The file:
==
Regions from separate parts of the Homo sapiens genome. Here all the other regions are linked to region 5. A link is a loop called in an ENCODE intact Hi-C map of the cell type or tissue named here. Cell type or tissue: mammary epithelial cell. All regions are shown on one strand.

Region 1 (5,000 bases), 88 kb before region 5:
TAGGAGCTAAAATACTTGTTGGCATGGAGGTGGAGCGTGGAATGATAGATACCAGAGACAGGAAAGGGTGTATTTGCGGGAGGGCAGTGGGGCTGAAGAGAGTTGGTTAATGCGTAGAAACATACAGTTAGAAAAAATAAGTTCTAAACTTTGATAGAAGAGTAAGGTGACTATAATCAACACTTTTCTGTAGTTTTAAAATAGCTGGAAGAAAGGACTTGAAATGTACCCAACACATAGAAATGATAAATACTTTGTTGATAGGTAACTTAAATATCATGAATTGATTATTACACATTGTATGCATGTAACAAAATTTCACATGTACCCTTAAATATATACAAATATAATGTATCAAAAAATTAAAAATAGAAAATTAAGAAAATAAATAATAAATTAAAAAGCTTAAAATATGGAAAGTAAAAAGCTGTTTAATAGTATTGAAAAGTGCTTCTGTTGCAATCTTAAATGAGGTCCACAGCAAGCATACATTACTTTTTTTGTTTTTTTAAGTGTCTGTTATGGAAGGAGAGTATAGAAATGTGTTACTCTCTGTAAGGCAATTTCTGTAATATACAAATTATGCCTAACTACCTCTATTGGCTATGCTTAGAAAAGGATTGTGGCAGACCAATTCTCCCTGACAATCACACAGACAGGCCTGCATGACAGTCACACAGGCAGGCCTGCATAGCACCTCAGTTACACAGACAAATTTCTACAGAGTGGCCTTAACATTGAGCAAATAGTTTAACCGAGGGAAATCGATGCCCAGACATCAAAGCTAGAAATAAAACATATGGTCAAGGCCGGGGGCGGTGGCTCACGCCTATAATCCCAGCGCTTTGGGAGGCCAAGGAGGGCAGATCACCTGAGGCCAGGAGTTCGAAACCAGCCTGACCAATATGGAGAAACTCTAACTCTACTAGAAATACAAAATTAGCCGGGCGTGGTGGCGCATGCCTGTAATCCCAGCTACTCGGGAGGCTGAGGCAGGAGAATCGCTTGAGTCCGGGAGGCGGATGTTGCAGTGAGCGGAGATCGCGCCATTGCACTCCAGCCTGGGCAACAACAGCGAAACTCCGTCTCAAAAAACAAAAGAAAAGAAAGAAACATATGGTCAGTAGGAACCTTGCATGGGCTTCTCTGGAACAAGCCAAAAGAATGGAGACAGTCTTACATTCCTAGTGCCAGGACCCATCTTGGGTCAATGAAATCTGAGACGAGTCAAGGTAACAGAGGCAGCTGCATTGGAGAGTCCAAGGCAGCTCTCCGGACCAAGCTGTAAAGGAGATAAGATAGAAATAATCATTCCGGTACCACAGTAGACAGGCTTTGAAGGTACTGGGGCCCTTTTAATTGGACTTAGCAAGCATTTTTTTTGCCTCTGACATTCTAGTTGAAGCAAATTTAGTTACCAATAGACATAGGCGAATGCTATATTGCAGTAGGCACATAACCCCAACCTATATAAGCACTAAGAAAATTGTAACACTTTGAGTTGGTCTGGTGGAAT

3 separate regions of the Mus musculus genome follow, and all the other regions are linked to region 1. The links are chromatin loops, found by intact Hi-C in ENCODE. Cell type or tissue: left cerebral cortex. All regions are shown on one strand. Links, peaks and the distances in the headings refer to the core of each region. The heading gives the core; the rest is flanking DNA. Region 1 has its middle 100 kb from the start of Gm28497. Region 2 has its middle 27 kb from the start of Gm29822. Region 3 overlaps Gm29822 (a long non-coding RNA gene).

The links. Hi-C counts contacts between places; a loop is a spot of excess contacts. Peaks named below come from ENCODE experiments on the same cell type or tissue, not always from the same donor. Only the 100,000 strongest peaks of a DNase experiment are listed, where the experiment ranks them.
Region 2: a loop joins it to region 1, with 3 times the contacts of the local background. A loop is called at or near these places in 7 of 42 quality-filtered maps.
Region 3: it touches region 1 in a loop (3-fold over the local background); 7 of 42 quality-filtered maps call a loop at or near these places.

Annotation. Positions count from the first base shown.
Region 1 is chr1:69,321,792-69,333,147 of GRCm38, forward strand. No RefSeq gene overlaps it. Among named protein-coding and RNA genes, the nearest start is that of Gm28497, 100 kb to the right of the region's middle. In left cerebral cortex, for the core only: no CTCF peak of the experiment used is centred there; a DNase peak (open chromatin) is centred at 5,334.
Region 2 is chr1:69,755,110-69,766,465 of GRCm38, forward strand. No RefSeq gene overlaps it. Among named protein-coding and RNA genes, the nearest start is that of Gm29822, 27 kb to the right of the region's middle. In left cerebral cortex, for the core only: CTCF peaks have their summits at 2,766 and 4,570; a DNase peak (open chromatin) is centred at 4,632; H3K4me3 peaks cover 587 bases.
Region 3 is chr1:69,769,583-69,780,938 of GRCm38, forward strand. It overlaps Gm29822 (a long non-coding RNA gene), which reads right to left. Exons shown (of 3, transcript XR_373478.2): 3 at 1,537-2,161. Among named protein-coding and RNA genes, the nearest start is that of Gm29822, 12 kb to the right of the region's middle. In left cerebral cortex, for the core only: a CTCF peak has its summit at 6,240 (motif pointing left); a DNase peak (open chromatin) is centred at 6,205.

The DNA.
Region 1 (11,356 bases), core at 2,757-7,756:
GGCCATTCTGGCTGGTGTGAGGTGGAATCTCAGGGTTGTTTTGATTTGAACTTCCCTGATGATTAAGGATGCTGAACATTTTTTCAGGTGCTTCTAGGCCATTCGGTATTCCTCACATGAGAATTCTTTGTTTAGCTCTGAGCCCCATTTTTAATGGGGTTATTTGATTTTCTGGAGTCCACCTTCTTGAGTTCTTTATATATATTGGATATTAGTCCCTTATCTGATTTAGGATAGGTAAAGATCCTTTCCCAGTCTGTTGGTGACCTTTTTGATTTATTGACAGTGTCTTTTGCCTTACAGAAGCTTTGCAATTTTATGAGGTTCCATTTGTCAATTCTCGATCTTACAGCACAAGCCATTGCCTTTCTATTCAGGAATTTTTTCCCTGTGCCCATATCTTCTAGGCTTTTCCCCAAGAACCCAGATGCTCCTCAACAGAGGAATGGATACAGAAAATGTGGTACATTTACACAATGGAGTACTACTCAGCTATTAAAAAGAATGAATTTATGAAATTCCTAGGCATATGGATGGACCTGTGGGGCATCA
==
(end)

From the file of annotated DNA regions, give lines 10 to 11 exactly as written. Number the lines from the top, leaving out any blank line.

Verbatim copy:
Region 2 is chr1:69,755,110-69,766,465 of GRCm38, forward strand. No RefSeq gene overlaps it. Among named protein-coding and RNA genes, the nearest start is that of Gm29822, 27 kb to the right of the region's middle. In left cerebral cortex, for the core only: CTCF peaks have their summits at 2,766 and 4,570; a DNase peak (open chromatin) is centred at 4,632; H3K4me3 peaks cover 587 bases.
Region 3 is chr1:69,769,583-69,780,938 of GRCm38, forward strand. It overlaps Gm29822 (a long non-coding RNA gene), which reads right to left. Exons shown (of 3, transcript XR_373478.2): 3 at 1,537-2,161. Among named protein-coding and RNA genes, the nearest start is that of Gm29822, 12 kb to the right of the region's middle. In left cerebral cortex, for the core only: a CTCF peak has its summit at 6,240 (motif pointing left); a DNase peak (open chromatin) is centred at 6,205.